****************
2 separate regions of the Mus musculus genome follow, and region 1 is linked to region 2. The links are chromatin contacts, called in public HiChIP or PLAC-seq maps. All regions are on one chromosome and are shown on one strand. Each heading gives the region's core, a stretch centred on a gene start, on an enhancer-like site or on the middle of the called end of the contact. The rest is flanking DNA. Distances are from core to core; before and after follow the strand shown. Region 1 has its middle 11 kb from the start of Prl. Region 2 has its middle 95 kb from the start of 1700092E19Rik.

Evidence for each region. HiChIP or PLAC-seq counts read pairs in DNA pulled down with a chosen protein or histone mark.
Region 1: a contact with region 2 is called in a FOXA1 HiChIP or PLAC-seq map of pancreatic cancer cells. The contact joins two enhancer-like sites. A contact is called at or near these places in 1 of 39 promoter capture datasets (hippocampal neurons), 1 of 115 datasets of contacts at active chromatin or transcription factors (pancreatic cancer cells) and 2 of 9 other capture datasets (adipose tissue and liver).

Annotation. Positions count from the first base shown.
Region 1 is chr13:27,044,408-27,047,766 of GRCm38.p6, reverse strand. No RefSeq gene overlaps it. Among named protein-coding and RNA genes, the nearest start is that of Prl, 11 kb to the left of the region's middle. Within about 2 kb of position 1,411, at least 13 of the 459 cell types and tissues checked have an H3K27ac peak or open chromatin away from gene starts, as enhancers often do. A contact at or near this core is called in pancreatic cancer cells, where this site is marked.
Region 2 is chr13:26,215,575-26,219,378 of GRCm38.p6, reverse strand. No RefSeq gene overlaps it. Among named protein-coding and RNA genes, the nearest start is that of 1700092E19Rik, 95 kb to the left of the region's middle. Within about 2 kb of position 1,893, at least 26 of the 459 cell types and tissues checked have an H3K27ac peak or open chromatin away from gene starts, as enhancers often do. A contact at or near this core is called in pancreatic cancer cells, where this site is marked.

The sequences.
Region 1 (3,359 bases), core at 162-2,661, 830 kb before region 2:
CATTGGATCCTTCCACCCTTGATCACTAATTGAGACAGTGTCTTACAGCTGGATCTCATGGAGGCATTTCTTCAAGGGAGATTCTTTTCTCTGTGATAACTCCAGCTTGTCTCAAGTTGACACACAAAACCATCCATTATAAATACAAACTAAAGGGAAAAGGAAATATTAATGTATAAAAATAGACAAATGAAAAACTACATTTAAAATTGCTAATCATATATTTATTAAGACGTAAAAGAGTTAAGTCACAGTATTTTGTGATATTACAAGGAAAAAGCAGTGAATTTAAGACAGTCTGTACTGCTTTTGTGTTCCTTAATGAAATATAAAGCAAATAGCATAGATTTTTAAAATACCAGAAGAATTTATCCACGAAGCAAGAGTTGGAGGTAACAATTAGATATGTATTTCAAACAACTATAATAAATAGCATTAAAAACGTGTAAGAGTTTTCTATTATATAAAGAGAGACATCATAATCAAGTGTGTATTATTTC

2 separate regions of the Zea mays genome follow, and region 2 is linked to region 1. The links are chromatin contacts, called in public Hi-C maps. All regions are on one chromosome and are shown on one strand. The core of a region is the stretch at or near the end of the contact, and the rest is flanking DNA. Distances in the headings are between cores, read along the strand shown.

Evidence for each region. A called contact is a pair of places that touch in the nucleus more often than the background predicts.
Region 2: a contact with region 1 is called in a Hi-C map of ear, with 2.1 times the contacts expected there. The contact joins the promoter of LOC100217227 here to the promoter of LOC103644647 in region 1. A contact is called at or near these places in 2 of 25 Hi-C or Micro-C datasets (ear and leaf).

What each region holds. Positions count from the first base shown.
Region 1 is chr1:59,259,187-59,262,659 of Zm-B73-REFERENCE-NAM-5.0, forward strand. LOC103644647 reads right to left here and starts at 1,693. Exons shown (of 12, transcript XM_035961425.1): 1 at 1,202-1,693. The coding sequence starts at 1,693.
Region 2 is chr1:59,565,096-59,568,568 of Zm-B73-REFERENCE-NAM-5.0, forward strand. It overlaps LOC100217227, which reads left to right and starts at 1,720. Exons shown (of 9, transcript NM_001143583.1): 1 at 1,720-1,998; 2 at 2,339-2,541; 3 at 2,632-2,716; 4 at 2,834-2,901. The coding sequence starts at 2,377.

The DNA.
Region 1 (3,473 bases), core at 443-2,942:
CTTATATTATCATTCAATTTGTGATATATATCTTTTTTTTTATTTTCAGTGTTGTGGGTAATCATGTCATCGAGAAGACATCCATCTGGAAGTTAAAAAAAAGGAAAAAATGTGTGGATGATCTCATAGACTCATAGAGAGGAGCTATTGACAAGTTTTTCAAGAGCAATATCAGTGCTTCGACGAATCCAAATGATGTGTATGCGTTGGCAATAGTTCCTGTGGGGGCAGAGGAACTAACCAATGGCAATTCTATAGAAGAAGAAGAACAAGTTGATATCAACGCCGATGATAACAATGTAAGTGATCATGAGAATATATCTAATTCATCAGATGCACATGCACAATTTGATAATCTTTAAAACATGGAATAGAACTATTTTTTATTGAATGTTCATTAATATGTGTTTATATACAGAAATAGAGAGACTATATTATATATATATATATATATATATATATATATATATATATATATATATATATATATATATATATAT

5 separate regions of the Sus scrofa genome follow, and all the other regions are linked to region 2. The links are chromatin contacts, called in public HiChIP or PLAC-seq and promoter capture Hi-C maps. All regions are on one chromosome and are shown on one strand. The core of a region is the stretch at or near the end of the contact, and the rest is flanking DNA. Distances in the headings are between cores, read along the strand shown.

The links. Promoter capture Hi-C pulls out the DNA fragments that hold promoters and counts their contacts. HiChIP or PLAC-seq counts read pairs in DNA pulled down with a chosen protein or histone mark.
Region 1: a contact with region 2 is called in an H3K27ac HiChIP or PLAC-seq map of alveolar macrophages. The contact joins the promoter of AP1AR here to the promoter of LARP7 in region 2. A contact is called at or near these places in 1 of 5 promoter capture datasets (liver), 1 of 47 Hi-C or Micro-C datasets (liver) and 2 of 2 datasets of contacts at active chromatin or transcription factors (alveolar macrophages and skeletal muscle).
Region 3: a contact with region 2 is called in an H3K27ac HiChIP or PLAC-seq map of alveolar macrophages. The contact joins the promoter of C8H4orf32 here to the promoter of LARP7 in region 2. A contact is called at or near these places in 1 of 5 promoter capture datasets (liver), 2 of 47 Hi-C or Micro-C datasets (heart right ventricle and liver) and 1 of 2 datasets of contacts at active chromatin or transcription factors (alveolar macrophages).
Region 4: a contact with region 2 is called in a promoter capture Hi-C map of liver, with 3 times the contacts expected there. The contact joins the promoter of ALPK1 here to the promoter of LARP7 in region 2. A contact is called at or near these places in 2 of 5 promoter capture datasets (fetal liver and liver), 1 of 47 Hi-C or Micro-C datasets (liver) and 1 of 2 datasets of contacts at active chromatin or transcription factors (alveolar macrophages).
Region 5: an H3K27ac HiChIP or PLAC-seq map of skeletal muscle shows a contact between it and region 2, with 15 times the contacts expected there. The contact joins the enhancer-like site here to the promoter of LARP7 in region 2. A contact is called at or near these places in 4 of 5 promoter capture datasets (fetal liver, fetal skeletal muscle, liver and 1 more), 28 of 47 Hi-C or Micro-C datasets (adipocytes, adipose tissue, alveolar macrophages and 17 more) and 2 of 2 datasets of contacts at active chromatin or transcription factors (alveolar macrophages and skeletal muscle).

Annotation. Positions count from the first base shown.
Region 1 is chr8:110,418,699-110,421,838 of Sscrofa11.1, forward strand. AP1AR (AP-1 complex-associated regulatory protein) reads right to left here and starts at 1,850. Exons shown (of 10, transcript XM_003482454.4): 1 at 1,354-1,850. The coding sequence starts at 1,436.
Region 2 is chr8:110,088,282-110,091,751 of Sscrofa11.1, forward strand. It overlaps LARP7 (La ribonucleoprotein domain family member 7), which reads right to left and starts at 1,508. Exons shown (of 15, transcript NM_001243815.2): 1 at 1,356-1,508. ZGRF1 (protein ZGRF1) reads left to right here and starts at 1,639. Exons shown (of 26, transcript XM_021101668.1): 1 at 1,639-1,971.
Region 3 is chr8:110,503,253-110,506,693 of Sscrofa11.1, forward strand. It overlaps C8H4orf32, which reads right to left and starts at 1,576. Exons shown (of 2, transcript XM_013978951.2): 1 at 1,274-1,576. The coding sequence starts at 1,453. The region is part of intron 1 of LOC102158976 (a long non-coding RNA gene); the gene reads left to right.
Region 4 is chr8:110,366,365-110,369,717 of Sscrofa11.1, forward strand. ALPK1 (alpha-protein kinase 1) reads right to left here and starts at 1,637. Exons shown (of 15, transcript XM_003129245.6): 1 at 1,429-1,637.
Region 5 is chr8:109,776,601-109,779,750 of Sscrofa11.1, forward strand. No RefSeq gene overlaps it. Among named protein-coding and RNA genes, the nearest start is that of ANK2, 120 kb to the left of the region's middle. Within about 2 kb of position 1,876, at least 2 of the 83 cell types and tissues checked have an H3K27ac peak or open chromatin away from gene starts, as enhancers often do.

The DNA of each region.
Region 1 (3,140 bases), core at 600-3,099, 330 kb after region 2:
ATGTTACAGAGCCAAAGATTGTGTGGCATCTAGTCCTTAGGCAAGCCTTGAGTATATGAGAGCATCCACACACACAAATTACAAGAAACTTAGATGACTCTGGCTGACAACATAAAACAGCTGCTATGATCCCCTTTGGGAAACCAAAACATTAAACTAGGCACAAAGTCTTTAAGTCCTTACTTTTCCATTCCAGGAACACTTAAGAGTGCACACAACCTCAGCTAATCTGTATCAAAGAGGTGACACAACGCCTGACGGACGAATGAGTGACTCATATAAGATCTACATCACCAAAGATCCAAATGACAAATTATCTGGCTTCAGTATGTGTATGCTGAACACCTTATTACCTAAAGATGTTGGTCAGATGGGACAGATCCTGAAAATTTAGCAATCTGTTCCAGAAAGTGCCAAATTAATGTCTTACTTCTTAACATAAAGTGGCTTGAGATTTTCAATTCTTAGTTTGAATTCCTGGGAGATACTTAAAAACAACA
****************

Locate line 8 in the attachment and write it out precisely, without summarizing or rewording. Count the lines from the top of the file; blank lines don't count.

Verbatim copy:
Region 1 (3,359 bases), core at 162-2,661, 830 kb before region 2: